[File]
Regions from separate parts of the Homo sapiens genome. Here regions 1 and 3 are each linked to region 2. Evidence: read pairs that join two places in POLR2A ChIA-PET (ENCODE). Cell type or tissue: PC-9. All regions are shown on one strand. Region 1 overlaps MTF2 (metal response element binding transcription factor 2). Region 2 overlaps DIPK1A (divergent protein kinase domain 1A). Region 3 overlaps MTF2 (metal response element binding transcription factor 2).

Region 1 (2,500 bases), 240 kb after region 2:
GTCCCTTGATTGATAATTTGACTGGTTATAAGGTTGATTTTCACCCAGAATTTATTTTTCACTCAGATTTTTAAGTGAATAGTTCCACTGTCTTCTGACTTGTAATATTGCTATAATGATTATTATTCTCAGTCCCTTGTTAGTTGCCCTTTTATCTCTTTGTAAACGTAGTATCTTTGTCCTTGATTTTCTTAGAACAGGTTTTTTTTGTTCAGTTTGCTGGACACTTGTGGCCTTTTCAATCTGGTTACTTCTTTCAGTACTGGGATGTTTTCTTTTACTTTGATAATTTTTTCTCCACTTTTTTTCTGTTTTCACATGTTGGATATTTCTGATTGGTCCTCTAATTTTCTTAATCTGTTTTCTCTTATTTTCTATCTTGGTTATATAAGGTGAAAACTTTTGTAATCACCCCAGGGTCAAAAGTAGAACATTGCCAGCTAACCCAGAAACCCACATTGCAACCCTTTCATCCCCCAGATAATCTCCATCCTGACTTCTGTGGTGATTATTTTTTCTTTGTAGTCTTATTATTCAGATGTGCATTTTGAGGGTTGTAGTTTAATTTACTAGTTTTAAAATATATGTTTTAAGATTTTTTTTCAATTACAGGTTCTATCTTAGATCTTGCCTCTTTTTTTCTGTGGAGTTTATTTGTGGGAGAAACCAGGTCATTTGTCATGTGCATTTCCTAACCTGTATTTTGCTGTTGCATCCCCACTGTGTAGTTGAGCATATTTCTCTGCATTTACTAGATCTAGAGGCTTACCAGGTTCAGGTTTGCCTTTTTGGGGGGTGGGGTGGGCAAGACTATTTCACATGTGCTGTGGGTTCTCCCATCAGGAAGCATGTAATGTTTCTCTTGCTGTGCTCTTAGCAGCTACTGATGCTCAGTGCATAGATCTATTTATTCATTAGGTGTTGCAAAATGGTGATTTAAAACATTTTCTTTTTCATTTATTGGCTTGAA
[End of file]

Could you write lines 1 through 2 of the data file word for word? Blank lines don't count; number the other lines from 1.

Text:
Regions from separate parts of the Homo sapiens genome. Here regions 1 and 3 are each linked to region 2. Evidence: read pairs that join two places in POLR2A ChIA-PET (ENCODE). Cell type or tissue: PC-9. All regions are shown on one strand. Region 1 overlaps MTF2 (metal response element binding transcription factor 2). Region 2 overlaps DIPK1A (divergent protein kinase domain 1A). Region 3 overlaps MTF2 (metal response element binding transcription factor 2).

Region 1 (2,500 bases), 240 kb after region 2: